*The lower the humidity the more the proof will rise (alcohol evaporates at constant rate, water evaporates faster when dry).
*The more severe the temp fluctuation the more (and faster) barrel influence you will get. The higher you go, the more flux.
Based on those factors, I would want my younger bourbon from the higher floors, but my older bourbon from the lower. At a younger age, you would get more "barrel influence" faster at the higher floors. But an older bourbon might get thrown out of balance if it stays at higher floors longer.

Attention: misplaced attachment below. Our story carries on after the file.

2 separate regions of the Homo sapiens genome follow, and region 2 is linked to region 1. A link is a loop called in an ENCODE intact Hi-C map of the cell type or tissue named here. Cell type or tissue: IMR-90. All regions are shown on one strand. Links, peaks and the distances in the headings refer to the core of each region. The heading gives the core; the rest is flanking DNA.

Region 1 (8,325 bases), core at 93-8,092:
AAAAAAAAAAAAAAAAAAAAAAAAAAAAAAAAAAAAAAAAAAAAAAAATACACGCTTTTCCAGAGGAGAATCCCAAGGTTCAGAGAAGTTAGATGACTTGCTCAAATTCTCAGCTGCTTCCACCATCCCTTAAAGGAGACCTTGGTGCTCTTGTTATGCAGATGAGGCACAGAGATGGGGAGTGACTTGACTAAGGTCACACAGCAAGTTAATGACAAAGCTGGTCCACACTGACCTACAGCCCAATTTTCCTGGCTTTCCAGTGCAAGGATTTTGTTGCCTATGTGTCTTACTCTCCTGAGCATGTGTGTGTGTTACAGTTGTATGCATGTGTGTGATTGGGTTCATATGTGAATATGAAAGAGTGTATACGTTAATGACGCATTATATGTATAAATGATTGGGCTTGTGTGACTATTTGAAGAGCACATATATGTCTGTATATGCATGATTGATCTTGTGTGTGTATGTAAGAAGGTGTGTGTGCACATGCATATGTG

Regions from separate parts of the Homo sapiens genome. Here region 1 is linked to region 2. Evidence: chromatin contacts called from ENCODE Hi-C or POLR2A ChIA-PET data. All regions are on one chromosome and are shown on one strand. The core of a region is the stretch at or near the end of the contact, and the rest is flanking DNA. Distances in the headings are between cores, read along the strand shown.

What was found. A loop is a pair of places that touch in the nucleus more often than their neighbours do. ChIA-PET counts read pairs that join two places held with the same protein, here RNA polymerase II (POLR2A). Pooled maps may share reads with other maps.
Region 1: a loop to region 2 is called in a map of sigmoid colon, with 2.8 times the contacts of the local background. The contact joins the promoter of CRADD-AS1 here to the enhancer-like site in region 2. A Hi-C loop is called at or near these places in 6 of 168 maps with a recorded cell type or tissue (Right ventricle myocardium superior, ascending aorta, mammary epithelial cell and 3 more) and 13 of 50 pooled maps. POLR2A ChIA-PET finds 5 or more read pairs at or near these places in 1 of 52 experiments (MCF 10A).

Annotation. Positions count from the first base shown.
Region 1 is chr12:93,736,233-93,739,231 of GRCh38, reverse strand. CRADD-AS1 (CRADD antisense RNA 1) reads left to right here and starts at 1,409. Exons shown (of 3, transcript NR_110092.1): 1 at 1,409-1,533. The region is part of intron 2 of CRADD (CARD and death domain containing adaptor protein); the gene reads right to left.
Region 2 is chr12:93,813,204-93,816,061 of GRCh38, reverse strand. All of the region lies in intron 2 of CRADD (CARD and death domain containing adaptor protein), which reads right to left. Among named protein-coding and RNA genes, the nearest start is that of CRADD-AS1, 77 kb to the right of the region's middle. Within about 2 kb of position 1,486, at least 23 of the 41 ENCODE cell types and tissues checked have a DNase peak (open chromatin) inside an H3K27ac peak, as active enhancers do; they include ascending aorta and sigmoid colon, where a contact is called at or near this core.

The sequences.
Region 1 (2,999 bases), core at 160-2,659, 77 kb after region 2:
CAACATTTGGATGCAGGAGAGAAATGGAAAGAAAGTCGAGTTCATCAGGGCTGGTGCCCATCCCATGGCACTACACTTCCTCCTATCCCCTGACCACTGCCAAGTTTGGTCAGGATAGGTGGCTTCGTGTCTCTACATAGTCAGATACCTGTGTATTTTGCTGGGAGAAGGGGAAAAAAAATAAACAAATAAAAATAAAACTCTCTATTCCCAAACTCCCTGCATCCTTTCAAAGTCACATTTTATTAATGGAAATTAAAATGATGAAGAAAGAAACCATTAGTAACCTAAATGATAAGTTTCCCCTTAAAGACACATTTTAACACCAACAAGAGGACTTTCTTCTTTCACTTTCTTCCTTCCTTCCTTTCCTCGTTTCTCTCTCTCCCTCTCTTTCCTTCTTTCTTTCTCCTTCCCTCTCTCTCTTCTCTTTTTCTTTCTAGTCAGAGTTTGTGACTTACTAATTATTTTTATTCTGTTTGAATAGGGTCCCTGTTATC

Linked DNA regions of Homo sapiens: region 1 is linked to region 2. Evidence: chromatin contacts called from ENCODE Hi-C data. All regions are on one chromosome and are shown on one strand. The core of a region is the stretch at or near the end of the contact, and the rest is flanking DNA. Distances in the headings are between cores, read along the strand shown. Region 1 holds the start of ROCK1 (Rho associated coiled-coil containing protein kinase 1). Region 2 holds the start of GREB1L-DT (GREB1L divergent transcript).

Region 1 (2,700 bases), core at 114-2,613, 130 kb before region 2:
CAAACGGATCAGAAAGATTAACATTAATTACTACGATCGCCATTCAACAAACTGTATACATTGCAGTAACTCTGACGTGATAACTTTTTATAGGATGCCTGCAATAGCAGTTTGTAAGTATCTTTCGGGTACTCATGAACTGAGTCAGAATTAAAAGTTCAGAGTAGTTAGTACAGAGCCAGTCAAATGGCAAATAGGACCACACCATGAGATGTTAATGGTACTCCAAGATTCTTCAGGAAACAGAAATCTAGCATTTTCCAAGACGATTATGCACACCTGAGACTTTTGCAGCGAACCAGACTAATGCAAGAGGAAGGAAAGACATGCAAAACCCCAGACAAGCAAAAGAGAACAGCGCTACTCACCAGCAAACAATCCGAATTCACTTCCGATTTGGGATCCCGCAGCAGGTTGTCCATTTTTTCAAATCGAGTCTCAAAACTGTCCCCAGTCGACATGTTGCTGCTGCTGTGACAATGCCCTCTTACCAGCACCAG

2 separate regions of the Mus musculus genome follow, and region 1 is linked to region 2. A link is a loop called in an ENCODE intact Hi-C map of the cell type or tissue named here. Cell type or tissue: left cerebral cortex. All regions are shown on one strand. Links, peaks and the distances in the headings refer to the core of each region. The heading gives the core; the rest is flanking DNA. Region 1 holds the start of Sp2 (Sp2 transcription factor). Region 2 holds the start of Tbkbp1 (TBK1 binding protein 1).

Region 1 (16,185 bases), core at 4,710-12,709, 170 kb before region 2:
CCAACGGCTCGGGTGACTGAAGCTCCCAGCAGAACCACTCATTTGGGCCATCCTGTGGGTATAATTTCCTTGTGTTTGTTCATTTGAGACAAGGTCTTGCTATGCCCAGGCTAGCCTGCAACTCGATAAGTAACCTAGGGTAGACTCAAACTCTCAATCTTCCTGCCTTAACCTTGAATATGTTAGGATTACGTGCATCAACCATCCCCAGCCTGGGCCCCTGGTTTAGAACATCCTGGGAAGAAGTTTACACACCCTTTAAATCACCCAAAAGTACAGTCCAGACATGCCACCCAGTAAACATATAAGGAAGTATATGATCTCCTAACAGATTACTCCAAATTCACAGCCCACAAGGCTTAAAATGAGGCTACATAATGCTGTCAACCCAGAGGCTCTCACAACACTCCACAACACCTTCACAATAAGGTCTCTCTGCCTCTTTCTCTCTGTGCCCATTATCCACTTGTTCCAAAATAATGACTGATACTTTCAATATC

The issue of oxidation is also important, but is (somewhat) distinct from barrel influence. The less booze in the barrel, the faster the oxidation. And obviously the longer it sits, the more oxidation. Oxidation at first opens up a whiskey and accents the characteristics of a bourbon (i.e. the spice, fruit, etc.), but too much oxidation and it becomes flat, muted and a bit metallic.